Let's just call him "O'Reilly for the blog generation."
I've sat through a handful of segments in his first few shows, and wondered how I was going to get that wasted time back.
He doesn't so much deliver the standard conservative talking points (I guess only Roger Ailes has that direct fax line from the White House in *his* newsroom), but instead does the oh-so-fashionable duck-and-dodge, "can you believe the temerity of these people who don't believe exactly like I do?" routine, set in a cramped, retro-futuristic (heavy on the "retro") living-roomesque set.
Case in point: his commentary segment the other night on the Dixie Chicks' appearance on "60 Minutes." He used his new toy, a digital video player he kept having trouble with, to jump back and forth to selected quotes from the piece with which he used to make the beleaguered point "Dixie Chicks: Bad."
Then he turned to his self-professed "best friend/suck-up," Houston-based talking head Pat Gray, to help him back up his "point," saying the Chicks should be ashamed of themselves because they're turning their backs on their country music roots and fans, and that country music is most concerned with the idea of "family values."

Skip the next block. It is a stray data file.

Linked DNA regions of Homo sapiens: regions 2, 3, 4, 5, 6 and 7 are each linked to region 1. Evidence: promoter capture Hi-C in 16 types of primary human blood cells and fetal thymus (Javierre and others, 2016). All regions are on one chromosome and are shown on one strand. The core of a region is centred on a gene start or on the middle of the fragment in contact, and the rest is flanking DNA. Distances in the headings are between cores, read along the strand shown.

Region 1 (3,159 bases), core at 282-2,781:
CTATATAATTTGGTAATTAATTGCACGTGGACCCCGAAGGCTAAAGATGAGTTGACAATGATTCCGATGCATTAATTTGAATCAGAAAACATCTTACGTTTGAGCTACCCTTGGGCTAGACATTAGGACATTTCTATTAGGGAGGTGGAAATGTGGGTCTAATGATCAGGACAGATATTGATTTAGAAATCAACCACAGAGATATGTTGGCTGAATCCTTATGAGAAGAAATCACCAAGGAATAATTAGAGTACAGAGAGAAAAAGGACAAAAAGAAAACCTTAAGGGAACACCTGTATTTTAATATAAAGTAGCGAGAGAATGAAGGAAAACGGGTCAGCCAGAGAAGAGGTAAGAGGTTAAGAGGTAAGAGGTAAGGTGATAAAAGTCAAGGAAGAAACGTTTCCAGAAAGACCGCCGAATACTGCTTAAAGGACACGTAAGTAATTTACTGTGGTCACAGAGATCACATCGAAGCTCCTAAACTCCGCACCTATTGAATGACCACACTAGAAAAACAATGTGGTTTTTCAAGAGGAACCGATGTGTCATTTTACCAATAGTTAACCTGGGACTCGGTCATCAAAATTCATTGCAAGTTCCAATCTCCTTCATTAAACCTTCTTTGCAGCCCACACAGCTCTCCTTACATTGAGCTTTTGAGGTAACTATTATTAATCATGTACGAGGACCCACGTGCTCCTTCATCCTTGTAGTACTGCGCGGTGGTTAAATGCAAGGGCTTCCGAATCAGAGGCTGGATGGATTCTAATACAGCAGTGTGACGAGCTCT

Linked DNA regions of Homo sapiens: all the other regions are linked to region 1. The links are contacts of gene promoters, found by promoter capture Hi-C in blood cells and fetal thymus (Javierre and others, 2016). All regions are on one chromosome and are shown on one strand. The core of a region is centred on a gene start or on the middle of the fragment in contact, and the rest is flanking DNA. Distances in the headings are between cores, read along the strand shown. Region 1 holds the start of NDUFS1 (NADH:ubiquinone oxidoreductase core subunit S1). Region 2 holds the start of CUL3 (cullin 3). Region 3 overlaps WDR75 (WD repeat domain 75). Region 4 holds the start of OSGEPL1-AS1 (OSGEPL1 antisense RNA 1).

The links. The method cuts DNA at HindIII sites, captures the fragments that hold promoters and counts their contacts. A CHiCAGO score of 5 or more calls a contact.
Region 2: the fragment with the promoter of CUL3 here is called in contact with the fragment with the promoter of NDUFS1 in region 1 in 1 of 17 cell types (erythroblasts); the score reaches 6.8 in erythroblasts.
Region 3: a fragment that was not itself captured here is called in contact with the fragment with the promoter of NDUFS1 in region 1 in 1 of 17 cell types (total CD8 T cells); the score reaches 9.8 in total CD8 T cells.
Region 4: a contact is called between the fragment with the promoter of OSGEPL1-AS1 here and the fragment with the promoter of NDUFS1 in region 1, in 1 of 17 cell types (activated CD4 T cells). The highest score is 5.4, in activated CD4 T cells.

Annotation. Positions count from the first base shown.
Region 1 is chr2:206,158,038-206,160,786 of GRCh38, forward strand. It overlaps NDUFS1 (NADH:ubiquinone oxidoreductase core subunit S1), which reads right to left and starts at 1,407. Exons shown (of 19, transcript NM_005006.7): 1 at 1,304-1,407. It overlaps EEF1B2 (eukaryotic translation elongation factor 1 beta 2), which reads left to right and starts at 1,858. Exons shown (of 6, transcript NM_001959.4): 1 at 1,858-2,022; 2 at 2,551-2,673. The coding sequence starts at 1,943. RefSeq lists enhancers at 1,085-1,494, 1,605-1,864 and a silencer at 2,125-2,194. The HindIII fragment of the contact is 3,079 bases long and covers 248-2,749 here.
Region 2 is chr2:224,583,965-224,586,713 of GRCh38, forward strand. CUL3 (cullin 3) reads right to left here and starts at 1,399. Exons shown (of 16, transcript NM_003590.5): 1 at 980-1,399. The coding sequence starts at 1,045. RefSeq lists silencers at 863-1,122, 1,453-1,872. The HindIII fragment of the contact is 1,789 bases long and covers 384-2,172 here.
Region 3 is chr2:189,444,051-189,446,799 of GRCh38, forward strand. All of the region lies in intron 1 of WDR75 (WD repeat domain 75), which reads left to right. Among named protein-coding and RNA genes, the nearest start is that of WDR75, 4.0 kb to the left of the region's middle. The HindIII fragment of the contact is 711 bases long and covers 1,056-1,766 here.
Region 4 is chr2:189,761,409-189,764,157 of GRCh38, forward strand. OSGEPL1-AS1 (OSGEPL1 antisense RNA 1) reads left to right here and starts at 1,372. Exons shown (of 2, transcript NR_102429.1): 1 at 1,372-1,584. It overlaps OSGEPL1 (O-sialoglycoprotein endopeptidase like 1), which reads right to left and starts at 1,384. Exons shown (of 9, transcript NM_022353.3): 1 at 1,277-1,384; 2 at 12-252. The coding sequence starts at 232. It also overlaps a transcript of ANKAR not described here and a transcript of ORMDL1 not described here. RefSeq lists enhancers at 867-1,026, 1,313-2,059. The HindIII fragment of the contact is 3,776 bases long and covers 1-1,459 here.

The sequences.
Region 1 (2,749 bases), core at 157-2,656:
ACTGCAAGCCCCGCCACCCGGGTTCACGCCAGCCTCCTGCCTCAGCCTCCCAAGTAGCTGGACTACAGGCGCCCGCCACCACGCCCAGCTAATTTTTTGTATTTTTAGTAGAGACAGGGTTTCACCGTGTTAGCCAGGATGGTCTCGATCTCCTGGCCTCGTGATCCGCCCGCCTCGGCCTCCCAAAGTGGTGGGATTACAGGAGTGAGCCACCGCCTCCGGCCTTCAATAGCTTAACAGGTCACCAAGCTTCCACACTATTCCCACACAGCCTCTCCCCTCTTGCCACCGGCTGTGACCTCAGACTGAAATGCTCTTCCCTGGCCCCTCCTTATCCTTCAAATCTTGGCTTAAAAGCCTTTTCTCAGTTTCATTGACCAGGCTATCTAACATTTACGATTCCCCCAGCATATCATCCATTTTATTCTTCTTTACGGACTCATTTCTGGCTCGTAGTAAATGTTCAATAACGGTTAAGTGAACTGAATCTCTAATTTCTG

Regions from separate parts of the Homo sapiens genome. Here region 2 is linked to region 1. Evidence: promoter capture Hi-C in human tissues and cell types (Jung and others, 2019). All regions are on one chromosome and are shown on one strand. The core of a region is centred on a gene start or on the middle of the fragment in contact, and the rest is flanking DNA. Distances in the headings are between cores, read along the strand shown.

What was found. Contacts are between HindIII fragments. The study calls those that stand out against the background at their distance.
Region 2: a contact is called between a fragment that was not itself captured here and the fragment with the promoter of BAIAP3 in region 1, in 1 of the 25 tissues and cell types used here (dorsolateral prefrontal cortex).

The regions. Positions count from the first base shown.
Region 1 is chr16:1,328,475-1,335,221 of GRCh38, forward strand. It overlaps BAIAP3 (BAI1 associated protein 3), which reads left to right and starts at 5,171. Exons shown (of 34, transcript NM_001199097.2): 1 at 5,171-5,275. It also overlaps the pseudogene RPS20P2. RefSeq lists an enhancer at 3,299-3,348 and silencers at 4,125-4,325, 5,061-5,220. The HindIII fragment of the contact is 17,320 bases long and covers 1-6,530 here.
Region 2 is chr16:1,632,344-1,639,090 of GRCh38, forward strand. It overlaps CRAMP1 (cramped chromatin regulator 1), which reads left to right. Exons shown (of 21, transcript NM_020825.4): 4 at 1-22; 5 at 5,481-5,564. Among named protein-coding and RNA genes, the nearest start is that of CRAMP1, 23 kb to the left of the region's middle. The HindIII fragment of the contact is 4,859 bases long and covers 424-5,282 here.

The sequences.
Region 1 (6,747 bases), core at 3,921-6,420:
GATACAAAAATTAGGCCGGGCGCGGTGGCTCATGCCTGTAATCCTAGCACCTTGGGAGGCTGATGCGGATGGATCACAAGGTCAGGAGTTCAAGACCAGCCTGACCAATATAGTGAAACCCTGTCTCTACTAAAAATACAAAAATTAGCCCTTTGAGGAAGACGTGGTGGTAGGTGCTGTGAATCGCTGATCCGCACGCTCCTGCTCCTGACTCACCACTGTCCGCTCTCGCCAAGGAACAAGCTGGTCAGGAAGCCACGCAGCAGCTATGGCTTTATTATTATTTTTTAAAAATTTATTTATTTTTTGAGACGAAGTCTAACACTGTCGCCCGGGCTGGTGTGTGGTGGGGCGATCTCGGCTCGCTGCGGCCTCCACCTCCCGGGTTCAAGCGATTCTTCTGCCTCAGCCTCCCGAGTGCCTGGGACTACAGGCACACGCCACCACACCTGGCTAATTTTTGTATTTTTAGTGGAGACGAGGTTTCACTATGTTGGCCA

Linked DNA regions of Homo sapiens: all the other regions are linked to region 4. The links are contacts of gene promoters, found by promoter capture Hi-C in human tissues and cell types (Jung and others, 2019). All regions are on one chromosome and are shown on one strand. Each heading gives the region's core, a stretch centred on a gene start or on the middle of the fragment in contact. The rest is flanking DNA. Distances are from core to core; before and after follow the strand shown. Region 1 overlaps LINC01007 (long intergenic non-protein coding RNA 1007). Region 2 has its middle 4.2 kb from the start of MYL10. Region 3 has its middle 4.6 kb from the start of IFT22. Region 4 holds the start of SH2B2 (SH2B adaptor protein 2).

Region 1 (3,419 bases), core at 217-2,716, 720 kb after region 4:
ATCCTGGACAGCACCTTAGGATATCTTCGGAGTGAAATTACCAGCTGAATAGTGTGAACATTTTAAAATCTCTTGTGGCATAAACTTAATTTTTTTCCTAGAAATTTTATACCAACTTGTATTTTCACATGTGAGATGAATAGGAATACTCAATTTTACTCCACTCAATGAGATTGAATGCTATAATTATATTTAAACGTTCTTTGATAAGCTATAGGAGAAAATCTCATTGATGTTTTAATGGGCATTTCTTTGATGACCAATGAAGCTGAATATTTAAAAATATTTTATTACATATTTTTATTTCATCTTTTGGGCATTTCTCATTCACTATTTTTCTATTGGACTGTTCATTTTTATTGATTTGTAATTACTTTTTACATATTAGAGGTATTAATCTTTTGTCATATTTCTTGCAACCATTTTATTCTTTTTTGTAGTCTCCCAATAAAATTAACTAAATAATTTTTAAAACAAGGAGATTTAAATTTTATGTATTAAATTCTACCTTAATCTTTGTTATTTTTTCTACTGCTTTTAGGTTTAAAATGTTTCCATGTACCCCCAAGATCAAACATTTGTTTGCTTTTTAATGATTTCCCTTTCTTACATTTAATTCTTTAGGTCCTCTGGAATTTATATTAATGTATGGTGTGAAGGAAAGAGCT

Think about that idea whilst you listen to some recent country hits like "Tequila Makes Her Clothes Fall Off" and "Drunker Than Me."
I'll spare you the diatribe about how Chicks fans are completely unlike any other country music fan, hence Beck's argument sits as semi-unfounded. No, I'll just (not so-)quietly lament the fact that in this era where it's so important for news organizations to have competent people on the ground serving the oft-ignored duty of acting as the Fourth Estate, Time Warner and CNN have given mucho dinero and primetime airspace to this yutz.
I have always believed the main difference between C&W and rock music styles was not the subject matter, but that you could understand the lyrics of C&W music. This makes it easier to sing along to stories of beer-goggling, infidelity and murder.
Post a Comment